Minimum-maximum thermometers provide data for daily monitoring. Most storage scenarios (except freestanding units) require heating/cooling separate from the whole-house system, which rarely has the flexibility and response time needed for consistent temperature control. For automatic temperature maintenance, $600 to $800 will purchase a system to service about 150 cubic feet of storage space.
A gauge to monitor humidity, the second major concern, is an important safeguard for your collection. Experts advise that 70 percent is ideal: if humidity drops below that, even by 10 percent, wines slowly evaporate right in the bottle! At higher humidity, around 80 percent, mold begins to form on the room walls, labels, and bottles. To help control humidity, vapor barriers must be installed in a closet remodel, along with tight seals for the ceiling, floor, and door. This aspect of construction should be carefully considered as suitable spaces are evaluated in your home.
Myriad types of shelves, racks, and bins can be sized to fit almost any layout. Consider bottle shapes and quantities when laying out the space in your final plan. Magnums require specialized racking, as do many Burgundies.
Standing redwood racks will run between $250 and $500 for about 150 cubic feet, depending on quality and source. Bins are less expensive and may actually provide more control for variables such as vibration or breakage. That said, racks seem to magnify the bounty, presenting your vintages in a way that makes full visual use of the graceful bottles, artistic labels, and glowing contents.
Even after you have made the investment to maintain a collection at optimal temperature and humidity, a few situations should be anticipated in order to ward off serious losses. A power interruption of even a few hours can destroy your careful plans for temperature and humidity control. Backup power supplies are recommended for the serious collector, and most commercial storage will include this safeguard.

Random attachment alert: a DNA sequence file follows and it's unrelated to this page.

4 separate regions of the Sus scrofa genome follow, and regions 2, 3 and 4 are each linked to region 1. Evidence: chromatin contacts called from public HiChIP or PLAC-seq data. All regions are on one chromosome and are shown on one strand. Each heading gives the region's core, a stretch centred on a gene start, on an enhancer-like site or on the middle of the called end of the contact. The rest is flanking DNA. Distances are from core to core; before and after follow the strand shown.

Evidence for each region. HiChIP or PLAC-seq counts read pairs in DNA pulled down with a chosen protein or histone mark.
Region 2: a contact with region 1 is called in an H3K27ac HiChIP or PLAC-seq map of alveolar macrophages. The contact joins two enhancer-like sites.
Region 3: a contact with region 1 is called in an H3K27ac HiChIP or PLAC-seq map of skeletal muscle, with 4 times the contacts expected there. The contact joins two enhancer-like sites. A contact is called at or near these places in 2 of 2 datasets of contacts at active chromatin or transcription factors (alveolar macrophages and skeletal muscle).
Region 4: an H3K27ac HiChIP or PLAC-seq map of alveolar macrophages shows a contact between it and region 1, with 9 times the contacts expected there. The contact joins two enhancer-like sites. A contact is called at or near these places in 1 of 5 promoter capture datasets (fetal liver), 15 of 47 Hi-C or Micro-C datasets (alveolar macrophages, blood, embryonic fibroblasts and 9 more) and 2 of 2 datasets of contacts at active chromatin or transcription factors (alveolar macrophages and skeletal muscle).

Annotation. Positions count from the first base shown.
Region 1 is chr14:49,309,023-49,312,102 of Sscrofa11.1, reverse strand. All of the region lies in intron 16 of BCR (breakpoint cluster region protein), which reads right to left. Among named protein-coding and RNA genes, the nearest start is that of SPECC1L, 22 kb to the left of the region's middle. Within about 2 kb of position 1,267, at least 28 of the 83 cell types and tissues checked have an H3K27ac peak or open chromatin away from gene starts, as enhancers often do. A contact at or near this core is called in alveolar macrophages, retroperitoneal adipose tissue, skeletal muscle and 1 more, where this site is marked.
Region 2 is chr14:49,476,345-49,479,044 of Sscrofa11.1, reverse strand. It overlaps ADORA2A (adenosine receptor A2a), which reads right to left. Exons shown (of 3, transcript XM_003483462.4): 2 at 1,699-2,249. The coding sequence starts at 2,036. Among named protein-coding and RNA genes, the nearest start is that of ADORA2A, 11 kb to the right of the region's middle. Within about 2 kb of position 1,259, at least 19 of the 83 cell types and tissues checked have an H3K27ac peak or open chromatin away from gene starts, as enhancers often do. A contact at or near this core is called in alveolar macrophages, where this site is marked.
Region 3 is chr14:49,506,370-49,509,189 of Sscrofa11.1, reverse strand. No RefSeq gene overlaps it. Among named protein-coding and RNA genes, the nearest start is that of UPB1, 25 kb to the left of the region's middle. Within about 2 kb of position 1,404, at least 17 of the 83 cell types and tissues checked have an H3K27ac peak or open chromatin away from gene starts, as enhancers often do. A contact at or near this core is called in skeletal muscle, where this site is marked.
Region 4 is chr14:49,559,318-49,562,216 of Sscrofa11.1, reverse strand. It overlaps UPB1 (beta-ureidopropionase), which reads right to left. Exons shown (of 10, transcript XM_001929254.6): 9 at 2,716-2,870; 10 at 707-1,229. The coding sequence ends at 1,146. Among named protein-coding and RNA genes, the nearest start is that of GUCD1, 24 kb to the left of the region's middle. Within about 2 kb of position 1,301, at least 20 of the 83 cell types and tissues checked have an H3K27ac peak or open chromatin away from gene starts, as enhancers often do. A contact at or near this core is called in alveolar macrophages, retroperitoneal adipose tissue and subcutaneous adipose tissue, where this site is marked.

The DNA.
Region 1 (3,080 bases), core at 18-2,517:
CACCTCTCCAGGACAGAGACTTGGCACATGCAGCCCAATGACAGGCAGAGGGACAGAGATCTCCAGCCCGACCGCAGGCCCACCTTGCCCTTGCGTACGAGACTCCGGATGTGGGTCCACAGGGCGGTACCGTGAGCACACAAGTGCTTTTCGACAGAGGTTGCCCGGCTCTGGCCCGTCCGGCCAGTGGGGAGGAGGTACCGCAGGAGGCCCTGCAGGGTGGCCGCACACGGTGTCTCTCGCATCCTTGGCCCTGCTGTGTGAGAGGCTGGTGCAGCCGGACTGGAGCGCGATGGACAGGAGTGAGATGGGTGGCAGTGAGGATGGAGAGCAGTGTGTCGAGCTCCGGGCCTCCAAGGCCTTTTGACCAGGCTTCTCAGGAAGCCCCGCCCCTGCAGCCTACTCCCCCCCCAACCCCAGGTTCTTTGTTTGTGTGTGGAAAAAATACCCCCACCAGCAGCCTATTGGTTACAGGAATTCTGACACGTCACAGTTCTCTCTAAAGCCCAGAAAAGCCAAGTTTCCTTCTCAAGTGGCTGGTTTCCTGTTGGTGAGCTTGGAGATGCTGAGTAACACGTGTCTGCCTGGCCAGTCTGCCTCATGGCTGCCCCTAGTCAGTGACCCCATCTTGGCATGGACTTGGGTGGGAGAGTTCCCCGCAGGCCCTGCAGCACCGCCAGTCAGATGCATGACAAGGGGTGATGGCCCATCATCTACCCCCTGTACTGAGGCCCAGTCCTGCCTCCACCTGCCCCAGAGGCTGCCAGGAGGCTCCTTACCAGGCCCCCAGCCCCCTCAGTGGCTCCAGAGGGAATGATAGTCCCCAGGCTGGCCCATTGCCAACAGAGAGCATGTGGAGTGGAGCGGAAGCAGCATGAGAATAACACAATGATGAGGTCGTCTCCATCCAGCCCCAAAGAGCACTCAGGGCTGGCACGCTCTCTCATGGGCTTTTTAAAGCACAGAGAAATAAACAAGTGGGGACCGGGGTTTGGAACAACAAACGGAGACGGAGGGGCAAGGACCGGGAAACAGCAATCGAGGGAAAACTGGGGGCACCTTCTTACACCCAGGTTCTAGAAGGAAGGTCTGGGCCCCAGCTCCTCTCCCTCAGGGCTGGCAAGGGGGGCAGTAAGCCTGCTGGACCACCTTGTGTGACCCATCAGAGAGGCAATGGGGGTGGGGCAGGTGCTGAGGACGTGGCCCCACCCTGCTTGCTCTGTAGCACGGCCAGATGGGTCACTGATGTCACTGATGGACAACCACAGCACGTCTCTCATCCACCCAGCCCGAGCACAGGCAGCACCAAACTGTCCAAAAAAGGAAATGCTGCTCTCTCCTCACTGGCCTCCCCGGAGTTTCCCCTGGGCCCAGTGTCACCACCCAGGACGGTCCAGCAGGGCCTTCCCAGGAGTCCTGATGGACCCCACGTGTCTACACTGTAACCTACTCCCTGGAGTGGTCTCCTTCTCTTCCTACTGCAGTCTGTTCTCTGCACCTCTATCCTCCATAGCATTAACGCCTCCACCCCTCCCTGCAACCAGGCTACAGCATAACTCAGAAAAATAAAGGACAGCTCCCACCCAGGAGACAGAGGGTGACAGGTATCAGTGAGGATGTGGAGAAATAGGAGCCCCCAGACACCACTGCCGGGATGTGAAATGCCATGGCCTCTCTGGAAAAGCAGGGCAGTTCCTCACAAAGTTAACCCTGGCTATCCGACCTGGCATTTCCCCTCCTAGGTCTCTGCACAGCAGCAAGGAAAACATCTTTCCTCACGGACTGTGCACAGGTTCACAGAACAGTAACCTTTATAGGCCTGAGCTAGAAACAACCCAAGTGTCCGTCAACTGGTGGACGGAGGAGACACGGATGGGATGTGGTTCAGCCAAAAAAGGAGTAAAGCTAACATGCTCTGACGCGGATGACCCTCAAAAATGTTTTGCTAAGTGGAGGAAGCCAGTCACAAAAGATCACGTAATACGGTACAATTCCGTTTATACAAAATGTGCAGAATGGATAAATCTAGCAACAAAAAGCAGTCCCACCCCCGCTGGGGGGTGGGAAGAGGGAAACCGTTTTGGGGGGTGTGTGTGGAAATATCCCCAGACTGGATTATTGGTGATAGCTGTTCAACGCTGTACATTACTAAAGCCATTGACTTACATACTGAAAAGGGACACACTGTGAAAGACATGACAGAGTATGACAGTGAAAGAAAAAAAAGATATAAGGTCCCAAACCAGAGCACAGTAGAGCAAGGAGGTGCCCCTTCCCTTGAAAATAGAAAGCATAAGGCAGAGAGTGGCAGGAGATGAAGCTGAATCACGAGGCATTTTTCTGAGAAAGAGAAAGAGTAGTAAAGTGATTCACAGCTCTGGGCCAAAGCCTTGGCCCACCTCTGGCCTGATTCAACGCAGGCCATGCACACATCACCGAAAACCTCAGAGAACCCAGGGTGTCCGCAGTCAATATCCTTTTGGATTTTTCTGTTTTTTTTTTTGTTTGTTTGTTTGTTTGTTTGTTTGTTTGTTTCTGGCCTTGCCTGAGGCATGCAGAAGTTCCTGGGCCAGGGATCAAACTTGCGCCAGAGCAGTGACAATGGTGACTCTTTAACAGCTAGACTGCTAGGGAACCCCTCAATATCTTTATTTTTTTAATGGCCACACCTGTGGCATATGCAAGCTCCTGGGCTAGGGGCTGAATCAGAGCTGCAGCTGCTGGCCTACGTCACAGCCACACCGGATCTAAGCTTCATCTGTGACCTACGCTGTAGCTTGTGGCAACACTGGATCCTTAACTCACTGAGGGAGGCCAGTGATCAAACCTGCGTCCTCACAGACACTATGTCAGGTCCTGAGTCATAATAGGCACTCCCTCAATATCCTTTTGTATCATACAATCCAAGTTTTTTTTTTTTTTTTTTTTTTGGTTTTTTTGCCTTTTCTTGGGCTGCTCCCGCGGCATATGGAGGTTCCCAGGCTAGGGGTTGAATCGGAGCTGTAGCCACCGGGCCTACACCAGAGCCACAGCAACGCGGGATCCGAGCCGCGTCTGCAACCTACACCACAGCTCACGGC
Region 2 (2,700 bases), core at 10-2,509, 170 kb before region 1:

Floods in low-lying locations, and particularly in a “real” cellar, below grade, can be quite problematic. Wine Spectator recently related the sad tale of home improvement guru Bob Vila, who built a home high on a hill but discovered water pooling in his wine cellar nonetheless. To avoid this scenario, drainage patterns must be taken into account on any building site.
Earthquakes have been known to rattle bottles right off the shelf, so the proper design of bins or racks can be crucial. While Idaho is not known for tremors, we do experience them. Some wine racks are designed with a slight lip or back tilt, making bottles less likely to migrate to the floor in minor seismic activity.
Security systems may be put in place to ward off marauders. These electronic devices are available in a wide range of prices, and for the serious, committed collector, Internet monitoring can be accessed from around the world. Systems may track temperature and humidity alone, or provide video links for real-time visual surveillance.
Once the technicalities have been considered, the purely sensual aspect of living with a wine collection can be entered into fully. A casual survey of local wine bars offers insight into storage styles, which range from the sublime traditional experience of descending through diminished lighting to a chilly, secret place stacked with bottles, to convivial and artful combinations of racks, shelves, bins, and tables.
If you already have a collection and you’re moving into a new home or your storage retrofit isn’t completed yet, several local storage facilities are available to safeguard your cases in the meantime. Storageplus of north Hailey, Town Refrigeration in Hailey, and Sun Valley Wine Company in Ketchum can provide both space and peace of mind.
Wine is art that tantalizes all the senses, often highlighting or inspiring memorable social events. And wine, like anything collectible, cultivates devoted and passionate followers who are dedicated to protecting their treasures. Learn more by visiting any local wine purveyor, attending the annual Sun Valley Center for the Arts Wine Auction, or traveling Idaho’s relatively unknown wine trail.
Freelancer Faus Geiger owns Sandhill Farm at Corral, Idaho, with husband Bill Corlett. Faus hopes to discover an earth-sheltered natural wine cave on her acreage, but for now, Sandhill Farm grows chemical-free produce and offers birdwatching brunches featuring regional wines.